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In South and Southeast Asia, hydropower accounts for 14.5% of total electricity generation with a total hydropower installed capacity of 117 GW. In some countries, such as Bhutan and Nepal, hydropower accounts for over 90% of total electricity generation. The installed hydropower capacity is expected to grow further in order to meet the region’s growing electricity demand and electricity export opportunities, and to maximise the merits of a cost-effective and flexible low-carbon power source.

However, the rising temperatures, extreme rainfall patterns, melting glaciers and increasing occurrence of extreme weather events associated with climate change pose serious challenges to South and Southeast Asian hydropower. They can affect hydropower generation by increasing variability in streamflow, shifting seasonal flows and augmenting evaporation losses from reservoirs. Extreme weather events such as heavy rainfall and associated landslides can hinder development of hydropower projects as seen in the cases of Viet Nam’s Thua Thien Hue hydropower project in 2020 and Lao People's Democratic Republic (Lao PDR)’s Xe-Pian Xe-Namnoy Dam in 2018. Glacier melt due to rising temperatures and the consequent glacial lake outburst floods caused severe damage to the Dhauliganga Hydropower Plant in India in 2021 and to the Golen Goal Hydropower Plant in Pakistan in 2019. Given that climate change could significantly affect the operation of hydropower plants, which usually operate for multiple decades, a comprehensive assessment of climate impacts is vital.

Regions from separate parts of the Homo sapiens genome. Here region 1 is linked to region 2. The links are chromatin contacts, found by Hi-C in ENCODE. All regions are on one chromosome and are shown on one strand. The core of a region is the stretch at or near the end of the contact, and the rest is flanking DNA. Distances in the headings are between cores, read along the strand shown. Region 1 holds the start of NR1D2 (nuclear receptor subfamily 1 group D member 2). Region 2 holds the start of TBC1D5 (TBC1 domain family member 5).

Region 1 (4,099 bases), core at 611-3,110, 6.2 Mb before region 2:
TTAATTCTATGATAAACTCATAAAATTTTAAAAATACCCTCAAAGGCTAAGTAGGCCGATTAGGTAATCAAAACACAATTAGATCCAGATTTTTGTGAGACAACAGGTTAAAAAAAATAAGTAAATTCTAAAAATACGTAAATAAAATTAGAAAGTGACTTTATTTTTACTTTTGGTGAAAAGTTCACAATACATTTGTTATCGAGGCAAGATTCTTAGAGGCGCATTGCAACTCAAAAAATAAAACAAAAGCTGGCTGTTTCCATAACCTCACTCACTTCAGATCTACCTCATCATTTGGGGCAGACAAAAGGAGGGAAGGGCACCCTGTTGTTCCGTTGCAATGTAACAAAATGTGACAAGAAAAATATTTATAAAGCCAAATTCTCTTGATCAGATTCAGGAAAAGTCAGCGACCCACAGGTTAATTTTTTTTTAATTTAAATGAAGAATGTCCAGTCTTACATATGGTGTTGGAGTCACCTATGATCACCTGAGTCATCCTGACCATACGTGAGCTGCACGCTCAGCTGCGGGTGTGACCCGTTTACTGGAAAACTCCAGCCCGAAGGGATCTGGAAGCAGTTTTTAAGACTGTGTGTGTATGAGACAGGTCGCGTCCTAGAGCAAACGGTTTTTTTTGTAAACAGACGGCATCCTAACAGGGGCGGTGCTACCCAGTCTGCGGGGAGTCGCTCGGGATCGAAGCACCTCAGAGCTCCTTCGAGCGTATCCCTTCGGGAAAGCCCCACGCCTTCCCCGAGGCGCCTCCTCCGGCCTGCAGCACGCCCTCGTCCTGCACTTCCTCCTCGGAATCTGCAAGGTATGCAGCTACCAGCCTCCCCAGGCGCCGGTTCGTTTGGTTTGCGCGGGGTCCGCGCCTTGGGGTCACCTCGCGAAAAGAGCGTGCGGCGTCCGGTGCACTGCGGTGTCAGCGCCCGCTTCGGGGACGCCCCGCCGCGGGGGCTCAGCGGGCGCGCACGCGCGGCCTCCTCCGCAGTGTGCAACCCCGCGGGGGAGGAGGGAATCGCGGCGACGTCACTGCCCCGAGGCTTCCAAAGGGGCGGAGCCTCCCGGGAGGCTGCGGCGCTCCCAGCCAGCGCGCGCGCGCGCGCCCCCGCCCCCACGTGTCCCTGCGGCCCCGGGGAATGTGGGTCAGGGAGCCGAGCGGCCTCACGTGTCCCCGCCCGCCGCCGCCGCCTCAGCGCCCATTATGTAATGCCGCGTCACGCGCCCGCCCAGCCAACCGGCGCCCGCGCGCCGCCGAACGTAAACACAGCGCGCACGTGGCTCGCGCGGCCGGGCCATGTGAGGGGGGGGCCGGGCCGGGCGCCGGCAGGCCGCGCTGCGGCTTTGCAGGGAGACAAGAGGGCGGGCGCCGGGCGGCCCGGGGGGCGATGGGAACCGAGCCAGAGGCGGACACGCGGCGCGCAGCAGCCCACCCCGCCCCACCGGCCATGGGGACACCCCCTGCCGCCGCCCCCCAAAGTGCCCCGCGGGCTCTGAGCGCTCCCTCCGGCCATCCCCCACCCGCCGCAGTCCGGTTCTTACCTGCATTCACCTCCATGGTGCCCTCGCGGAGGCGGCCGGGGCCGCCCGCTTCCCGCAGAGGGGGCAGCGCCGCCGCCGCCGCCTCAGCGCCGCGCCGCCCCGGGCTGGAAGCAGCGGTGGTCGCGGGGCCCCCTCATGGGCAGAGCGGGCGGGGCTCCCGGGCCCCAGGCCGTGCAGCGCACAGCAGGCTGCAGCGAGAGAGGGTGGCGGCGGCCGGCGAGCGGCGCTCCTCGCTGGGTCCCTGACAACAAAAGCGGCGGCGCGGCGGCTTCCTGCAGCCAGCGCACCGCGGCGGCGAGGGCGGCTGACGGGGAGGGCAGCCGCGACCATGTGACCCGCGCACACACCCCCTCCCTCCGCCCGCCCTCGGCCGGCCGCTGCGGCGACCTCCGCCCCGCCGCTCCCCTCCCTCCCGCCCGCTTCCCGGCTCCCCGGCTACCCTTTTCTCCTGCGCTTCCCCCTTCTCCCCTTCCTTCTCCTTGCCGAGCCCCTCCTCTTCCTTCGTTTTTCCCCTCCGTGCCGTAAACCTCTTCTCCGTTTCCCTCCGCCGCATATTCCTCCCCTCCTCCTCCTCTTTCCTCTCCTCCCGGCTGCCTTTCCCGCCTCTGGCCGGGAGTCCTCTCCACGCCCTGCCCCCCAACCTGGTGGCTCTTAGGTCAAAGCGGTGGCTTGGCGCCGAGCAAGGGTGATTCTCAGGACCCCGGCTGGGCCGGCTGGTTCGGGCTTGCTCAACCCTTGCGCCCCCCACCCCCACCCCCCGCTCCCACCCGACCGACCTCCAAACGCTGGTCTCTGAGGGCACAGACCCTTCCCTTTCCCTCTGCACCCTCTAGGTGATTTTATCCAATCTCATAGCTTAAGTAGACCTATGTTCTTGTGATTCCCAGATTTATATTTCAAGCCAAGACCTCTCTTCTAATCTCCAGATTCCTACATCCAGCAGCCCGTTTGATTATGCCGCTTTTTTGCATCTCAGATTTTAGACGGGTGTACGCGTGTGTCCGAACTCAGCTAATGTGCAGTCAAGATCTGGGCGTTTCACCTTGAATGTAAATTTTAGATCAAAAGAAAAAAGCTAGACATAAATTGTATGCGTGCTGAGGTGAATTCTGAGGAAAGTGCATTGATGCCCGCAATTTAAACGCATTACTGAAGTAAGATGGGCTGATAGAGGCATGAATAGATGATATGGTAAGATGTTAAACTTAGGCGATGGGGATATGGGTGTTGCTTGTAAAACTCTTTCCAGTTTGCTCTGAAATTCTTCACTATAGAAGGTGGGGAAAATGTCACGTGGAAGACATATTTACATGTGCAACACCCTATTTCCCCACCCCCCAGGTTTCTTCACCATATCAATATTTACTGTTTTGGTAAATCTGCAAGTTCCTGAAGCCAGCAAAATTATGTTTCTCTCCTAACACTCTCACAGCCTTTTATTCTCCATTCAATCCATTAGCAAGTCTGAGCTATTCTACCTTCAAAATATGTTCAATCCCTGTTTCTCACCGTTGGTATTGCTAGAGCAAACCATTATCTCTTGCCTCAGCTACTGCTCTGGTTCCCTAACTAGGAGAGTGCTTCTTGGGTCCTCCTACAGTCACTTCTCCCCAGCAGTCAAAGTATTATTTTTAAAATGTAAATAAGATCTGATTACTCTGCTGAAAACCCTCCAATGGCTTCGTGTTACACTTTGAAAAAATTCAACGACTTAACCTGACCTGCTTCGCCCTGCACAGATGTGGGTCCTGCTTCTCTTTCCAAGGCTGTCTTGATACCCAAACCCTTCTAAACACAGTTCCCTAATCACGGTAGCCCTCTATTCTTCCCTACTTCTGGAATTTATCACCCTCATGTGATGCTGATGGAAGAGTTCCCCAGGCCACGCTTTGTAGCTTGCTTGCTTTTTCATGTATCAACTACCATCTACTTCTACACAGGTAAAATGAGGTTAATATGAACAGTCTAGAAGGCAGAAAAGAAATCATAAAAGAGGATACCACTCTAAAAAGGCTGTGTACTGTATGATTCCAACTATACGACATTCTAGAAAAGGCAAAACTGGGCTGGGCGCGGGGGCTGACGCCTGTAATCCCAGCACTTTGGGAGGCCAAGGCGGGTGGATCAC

This report assesses potential climate impacts on about 86% of the total hydropower installed capacity in South and Southeast Asia, focusing on 13 countries with the largest hydropower installed capacity. It is based on three different scenarios: Below 2°C, Around 3°C and Above 4°C. Each represents a different level of greenhouse gas (GHG) concentration and its global average temperature outcome by 2100. The assessment shows changes in annual and monthly capacity factors from each country between 2020 and 2099, and compares the projected results against the values of the baseline period spanning 1970 to 2000.

From now until the end of the century, the regional mean hydropower capacity factor is projected to decrease due to changing climate conditions. The regional mean capacity factor from 2020 to 2059 is likely to decrease by around 4.6% on average (from 3.9% in the Below 2°C Scenario to 5.2% in the Above 4°C Scenario), compared with the baseline level of 1970 to 2000. Between 2060 and 2099, the regional mean hydropower capacity factor is projected to be lower than the baseline by 5.1% on average (from 4.7% in the Below 2°C Scenario to 5.4% in the Above 4°C Scenario).